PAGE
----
The landmark San Francisco Ferry Building has changed hands for a cool $291 million, according to the San Francisco Business Times.
Hudson Pacific Properties and Germany-based Allianz Real Estate paid around $1,086 per square foot for ground lease rights of the 268,018-square-foot space.
The new lease holders reportedly plan to reopen the building's 245-foot clock tower to the public, as well as expand its CUESA-managed farmers market, which currently runs three times a week, the Chronicle reported.
“This is a once-in-a-lifetime type buy in San Francisco,” said chairman and CEO of Hudson Pacific Properties Victor Coleman in a statement. “Buildings like the Transamerica Pyramid, Salesforce Tower and Ferry Building are the most recognizable assets in San Francisco. They are irreplaceable.”
The four-story building, which features both retail and office space, originally opened in 1898. The building received a refresh in 2003, and serves roughly 14,000 commuters each weekday. Coleman expects that number to jump to nearly 24,000 in the coming years, given that the city has been investing in additional ferry service.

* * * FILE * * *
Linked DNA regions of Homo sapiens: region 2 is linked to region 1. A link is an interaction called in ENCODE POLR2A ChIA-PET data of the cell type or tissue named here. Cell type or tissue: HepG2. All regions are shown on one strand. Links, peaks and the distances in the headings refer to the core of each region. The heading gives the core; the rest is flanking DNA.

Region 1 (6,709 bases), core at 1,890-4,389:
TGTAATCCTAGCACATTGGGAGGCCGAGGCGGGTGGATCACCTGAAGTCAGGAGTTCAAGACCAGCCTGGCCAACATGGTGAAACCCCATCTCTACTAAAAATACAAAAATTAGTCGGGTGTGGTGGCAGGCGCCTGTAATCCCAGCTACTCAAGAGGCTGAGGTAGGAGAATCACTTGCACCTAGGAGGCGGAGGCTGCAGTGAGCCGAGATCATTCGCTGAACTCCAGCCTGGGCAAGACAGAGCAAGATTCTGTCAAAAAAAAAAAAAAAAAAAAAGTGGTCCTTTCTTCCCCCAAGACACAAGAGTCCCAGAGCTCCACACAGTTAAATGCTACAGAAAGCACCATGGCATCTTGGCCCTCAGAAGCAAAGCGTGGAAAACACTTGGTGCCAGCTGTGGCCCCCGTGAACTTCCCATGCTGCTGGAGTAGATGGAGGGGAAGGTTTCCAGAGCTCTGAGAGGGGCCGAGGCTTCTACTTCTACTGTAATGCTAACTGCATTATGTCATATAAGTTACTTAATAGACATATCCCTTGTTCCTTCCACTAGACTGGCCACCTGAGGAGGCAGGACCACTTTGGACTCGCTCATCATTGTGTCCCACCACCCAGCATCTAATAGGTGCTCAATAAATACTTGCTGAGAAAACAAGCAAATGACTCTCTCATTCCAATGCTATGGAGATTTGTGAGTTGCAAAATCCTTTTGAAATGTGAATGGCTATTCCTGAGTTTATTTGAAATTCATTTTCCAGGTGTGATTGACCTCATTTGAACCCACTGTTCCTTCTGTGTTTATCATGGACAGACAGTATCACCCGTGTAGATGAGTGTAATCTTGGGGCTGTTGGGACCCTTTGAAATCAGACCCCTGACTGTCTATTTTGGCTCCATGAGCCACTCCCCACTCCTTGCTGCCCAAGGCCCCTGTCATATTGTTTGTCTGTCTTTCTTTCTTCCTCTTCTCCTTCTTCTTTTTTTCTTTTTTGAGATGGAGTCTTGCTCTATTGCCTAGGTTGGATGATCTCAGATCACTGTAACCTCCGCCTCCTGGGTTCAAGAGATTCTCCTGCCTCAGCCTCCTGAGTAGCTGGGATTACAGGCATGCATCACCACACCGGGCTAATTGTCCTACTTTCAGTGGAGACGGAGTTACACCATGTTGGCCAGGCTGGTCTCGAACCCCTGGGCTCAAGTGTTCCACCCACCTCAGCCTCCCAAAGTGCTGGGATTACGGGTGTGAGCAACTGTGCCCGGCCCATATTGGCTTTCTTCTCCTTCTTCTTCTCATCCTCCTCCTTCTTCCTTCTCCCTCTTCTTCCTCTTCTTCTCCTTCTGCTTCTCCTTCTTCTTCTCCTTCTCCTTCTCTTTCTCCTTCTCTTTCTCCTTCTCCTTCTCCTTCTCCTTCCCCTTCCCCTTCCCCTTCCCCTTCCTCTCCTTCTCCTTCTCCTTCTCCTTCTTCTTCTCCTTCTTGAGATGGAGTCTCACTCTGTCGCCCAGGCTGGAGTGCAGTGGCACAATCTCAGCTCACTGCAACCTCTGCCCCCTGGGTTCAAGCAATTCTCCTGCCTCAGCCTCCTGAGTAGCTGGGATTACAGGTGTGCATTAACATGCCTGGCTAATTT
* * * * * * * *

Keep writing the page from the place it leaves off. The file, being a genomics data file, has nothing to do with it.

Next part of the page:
“Since it opened in 1898, the Ferry Building has been preserved and improved, evolving into a great architectural achievement,” said Christoph Donner, CEO of Allianz Real Estate of America, in a statement. “Visitors, vendors and tenants are attracted by its unparalleled offerings.”
Under the agreement, $1.6 million per year will be paid to the Port of San Francisco, which owns the Ferry Building. The Port has leased the property to private developers since 2001.
Hudson Pacific Properties and Allianz told the Chronicle that they bought the rights to a 49-year lease from the Blackstone Group's Equity Office, which gives them control of the building and the ability to collect rent from tenants.
Currently, the office space on the top three floors of the building is fully leased to companies such as SS&C Technologies, Meltwater, and video game makers Niantic. Retail tenants include merchants like Acme Bread Company, Blue Bottle Coffee and Dandelion Chocolate, among others.
“The history is second to none,” Coleman told the Chronicle.
Never miss a story.
Subscribe today to get Hoodline delivered straight to your inbox.